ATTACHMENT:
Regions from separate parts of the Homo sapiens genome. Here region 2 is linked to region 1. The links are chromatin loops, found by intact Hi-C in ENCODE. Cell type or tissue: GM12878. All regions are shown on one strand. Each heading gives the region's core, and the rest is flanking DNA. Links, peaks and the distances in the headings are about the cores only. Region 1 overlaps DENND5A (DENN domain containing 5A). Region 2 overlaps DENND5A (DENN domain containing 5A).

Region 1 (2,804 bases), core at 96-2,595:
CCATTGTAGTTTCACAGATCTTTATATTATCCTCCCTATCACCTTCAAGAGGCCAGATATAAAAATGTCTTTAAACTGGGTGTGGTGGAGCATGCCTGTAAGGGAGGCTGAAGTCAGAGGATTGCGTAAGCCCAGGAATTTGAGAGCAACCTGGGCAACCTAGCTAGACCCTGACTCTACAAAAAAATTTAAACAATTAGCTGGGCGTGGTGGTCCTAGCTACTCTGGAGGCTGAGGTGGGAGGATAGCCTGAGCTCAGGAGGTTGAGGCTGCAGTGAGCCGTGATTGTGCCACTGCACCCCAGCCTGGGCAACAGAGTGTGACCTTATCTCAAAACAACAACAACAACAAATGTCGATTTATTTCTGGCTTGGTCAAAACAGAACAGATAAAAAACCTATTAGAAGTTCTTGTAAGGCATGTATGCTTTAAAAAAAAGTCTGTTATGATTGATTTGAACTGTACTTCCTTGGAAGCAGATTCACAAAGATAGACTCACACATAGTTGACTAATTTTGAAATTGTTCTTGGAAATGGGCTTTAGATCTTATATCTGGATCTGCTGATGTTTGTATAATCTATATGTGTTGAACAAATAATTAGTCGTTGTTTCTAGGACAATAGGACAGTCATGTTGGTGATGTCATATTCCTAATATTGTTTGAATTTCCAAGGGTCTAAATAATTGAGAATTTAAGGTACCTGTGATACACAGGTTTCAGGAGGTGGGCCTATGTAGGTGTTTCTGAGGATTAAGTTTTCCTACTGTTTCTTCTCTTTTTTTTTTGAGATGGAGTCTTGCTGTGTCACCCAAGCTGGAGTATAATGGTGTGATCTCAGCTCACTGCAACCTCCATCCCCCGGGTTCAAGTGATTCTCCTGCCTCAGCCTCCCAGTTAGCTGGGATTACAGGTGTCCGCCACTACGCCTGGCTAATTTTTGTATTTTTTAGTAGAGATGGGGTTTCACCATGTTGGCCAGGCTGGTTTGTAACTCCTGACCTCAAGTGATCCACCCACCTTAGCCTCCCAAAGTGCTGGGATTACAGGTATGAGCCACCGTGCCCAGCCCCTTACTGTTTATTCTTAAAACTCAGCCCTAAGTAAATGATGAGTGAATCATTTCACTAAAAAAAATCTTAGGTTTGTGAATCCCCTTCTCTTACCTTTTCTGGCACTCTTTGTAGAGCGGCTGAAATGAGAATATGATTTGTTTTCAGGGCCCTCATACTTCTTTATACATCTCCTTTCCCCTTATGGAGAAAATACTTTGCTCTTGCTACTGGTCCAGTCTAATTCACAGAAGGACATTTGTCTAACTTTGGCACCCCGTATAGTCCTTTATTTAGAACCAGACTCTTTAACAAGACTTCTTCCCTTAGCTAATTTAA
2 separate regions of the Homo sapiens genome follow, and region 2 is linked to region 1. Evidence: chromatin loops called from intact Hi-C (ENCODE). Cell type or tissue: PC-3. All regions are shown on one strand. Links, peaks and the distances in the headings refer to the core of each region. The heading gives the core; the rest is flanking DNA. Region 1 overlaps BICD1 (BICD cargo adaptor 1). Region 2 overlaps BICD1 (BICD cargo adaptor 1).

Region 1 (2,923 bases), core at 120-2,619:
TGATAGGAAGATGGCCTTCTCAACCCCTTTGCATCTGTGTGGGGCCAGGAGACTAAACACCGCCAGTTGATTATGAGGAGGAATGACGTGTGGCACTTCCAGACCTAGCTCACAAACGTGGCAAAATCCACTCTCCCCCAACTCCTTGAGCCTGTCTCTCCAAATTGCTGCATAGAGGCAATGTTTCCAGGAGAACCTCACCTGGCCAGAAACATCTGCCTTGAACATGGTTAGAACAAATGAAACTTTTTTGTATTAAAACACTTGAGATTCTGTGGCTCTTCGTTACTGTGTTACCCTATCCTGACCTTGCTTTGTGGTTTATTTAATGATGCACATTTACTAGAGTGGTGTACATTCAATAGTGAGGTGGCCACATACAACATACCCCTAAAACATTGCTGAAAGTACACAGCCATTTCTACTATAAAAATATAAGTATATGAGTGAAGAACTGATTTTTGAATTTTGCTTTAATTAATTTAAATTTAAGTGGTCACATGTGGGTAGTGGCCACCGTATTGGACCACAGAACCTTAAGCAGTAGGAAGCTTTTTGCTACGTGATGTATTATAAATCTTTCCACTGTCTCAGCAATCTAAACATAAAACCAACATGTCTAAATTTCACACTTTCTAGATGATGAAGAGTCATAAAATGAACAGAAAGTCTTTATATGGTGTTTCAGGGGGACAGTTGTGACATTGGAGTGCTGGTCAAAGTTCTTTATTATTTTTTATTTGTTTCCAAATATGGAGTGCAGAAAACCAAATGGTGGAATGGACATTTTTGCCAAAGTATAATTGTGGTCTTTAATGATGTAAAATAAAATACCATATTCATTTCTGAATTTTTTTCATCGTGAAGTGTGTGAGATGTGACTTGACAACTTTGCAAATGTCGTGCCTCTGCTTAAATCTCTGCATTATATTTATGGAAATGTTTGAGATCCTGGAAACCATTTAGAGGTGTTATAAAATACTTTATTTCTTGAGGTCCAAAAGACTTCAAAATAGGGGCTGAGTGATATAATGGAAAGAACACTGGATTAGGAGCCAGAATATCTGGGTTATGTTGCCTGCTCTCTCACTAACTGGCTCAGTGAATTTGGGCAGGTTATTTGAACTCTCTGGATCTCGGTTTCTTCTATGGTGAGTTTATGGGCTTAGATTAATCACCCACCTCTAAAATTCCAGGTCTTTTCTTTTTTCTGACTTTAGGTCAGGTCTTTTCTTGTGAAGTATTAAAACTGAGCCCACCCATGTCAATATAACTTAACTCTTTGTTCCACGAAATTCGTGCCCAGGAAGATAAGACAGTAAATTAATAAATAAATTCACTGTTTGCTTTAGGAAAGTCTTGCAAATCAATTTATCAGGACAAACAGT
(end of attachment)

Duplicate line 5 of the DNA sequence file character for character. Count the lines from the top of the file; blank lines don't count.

Region 1 (2,923 bases), core at 120-2,619: